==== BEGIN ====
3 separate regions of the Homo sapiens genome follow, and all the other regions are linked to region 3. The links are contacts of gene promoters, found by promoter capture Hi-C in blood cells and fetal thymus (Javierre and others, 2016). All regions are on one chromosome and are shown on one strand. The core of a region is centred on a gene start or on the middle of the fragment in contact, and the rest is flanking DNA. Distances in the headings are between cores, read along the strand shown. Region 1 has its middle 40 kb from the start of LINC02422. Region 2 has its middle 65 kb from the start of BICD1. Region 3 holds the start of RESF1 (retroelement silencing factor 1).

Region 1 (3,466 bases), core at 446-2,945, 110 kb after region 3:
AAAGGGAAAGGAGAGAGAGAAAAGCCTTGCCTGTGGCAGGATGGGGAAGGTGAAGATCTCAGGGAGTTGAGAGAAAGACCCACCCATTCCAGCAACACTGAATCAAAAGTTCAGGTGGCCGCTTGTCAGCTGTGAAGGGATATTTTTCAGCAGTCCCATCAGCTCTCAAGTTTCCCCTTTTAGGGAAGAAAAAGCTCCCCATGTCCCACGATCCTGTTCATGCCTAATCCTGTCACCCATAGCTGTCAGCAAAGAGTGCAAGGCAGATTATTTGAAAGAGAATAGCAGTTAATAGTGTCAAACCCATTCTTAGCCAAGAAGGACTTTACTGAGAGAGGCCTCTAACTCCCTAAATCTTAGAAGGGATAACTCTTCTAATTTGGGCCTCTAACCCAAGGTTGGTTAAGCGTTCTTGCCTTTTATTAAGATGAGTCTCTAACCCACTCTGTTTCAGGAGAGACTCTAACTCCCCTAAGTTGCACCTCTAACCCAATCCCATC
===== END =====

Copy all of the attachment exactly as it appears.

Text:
3 separate regions of the Homo sapiens genome follow, and all the other regions are linked to region 3. The links are contacts of gene promoters, found by promoter capture Hi-C in blood cells and fetal thymus (Javierre and others, 2016). All regions are on one chromosome and are shown on one strand. The core of a region is centred on a gene start or on the middle of the fragment in contact, and the rest is flanking DNA. Distances in the headings are between cores, read along the strand shown. Region 1 has its middle 40 kb from the start of LINC02422. Region 2 has its middle 65 kb from the start of BICD1. Region 3 holds the start of RESF1 (retroelement silencing factor 1).

Region 1 (3,466 bases), core at 446-2,945, 110 kb after region 3:
AAAGGGAAAGGAGAGAGAGAAAAGCCTTGCCTGTGGCAGGATGGGGAAGGTGAAGATCTCAGGGAGTTGAGAGAAAGACCCACCCATTCCAGCAACACTGAATCAAAAGTTCAGGTGGCCGCTTGTCAGCTGTGAAGGGATATTTTTCAGCAGTCCCATCAGCTCTCAAGTTTCCCCTTTTAGGGAAGAAAAAGCTCCCCATGTCCCACGATCCTGTTCATGCCTAATCCTGTCACCCATAGCTGTCAGCAAAGAGTGCAAGGCAGATTATTTGAAAGAGAATAGCAGTTAATAGTGTCAAACCCATTCTTAGCCAAGAAGGACTTTACTGAGAGAGGCCTCTAACTCCCTAAATCTTAGAAGGGATAACTCTTCTAATTTGGGCCTCTAACCCAAGGTTGGTTAAGCGTTCTTGCCTTTTATTAAGATGAGTCTCTAACCCACTCTGTTTCAGGAGAGACTCTAACTCCCCTAAGTTGCACCTCTAACCCAATCCCATC